Special Issue "Treatment of Peripheral Vascular Disease – Present and Future"

A special issue of Journal of Clinical Medicine (ISSN 2077-0383). This special issue belongs to the section "Vascular Medicine".

Deadline for manuscript submissions: 27 June 2023 | Viewed by 747

Special Issue Editors

1. Department of Medicine I, Jena University Hospital, Friedrich Schiller University Jena, Am Klinikum 1, 07747 Jena, Germany
2. Bern University Hospital, University of Bern, 3010 Bern, Switzerland
3. Vorarlberg Institute for Vascular Investigation and Treatment (VIVIT), 6800 Feldkirch, Austria
Interests: vascular medicine; peripheral arterial disease; lipid lowering therapy; lipidology
1. Department for Internal Medicine, Hospital Bregenz, Bregenz, Austria
2. Vorarlberg Institute for Vascular Investigation and Treatment (VIVIT), Feldkirch, Austria
Interests: cardiovascular disease; diabetes; metabolism; cholesterol and pain research

Special Issue Information

Dear Colleagues,

At present, cardiovascular disease still takes the highest death toll worldwide. Peripheral artery disease (PAD) patients suffer from a particularly poor prognosis. With this knowledge, efforts to reduce ischemic events and improve cardiovascular outcomes have been the driving force behind cardiovascular research in recent decades.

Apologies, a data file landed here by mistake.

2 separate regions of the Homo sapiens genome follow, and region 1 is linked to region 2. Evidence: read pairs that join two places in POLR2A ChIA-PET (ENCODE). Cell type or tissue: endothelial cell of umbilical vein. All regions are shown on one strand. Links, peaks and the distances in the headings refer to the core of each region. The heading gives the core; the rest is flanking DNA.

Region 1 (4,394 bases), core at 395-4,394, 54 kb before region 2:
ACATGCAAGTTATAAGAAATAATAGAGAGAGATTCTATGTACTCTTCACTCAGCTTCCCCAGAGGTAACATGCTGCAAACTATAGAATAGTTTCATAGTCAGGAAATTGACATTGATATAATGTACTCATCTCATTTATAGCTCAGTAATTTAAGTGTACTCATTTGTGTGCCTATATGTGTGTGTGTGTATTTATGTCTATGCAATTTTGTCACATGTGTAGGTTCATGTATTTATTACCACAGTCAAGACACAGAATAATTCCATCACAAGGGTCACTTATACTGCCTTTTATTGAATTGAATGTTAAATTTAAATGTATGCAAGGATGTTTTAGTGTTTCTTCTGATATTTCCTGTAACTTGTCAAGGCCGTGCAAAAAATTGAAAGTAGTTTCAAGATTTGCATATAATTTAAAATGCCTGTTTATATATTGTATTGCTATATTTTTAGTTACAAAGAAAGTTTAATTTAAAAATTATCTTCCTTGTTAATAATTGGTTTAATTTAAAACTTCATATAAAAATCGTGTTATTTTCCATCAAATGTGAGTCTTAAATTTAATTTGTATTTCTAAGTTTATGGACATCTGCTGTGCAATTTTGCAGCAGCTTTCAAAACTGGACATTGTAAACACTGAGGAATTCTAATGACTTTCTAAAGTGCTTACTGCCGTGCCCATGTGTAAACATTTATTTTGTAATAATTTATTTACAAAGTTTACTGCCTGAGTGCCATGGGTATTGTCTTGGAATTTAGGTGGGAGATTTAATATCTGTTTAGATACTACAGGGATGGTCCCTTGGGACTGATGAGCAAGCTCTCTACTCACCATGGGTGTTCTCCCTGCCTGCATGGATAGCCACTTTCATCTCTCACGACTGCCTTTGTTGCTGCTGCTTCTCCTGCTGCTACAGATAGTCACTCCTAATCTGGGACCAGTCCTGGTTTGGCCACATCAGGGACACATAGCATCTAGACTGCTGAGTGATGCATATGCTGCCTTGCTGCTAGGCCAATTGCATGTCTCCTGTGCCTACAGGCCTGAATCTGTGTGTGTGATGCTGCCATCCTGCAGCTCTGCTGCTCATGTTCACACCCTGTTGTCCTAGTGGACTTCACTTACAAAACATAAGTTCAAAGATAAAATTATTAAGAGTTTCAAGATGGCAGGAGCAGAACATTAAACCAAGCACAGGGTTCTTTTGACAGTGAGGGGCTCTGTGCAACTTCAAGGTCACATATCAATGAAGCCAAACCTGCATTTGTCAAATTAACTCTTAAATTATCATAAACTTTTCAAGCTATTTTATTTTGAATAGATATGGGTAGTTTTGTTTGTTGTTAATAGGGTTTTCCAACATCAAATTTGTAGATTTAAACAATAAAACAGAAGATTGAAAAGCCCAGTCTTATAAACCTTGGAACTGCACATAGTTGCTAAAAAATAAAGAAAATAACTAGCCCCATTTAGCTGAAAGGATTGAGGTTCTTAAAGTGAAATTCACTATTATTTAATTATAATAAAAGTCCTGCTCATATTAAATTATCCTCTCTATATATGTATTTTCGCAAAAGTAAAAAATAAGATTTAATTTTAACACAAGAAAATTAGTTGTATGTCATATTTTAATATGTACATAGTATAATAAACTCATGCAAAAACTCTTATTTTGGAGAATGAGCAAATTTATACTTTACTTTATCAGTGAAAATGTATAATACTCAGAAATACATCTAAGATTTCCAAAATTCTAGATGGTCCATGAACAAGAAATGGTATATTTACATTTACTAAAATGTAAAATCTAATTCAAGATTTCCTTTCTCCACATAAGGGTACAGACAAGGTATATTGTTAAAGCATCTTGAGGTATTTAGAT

One central strategy to improve cardiovascular outcomes is lipid lowering. For the time being, the most important drugs to reduce cholesterol still are statins. They are widely known to be beneficial in both primary and secondary prevention of major cardiovascular events (MACE) and there is convincing evidence that they consistently reduce total and cardiovascular mortality. Next to statins, PCSK-9 inhibitors have already shown their benefit in PAD. Alternatively, non-statin lipid-lowering therapy, i.e ezetimibe or bempedoic acid has yet to prove its value beyond combination.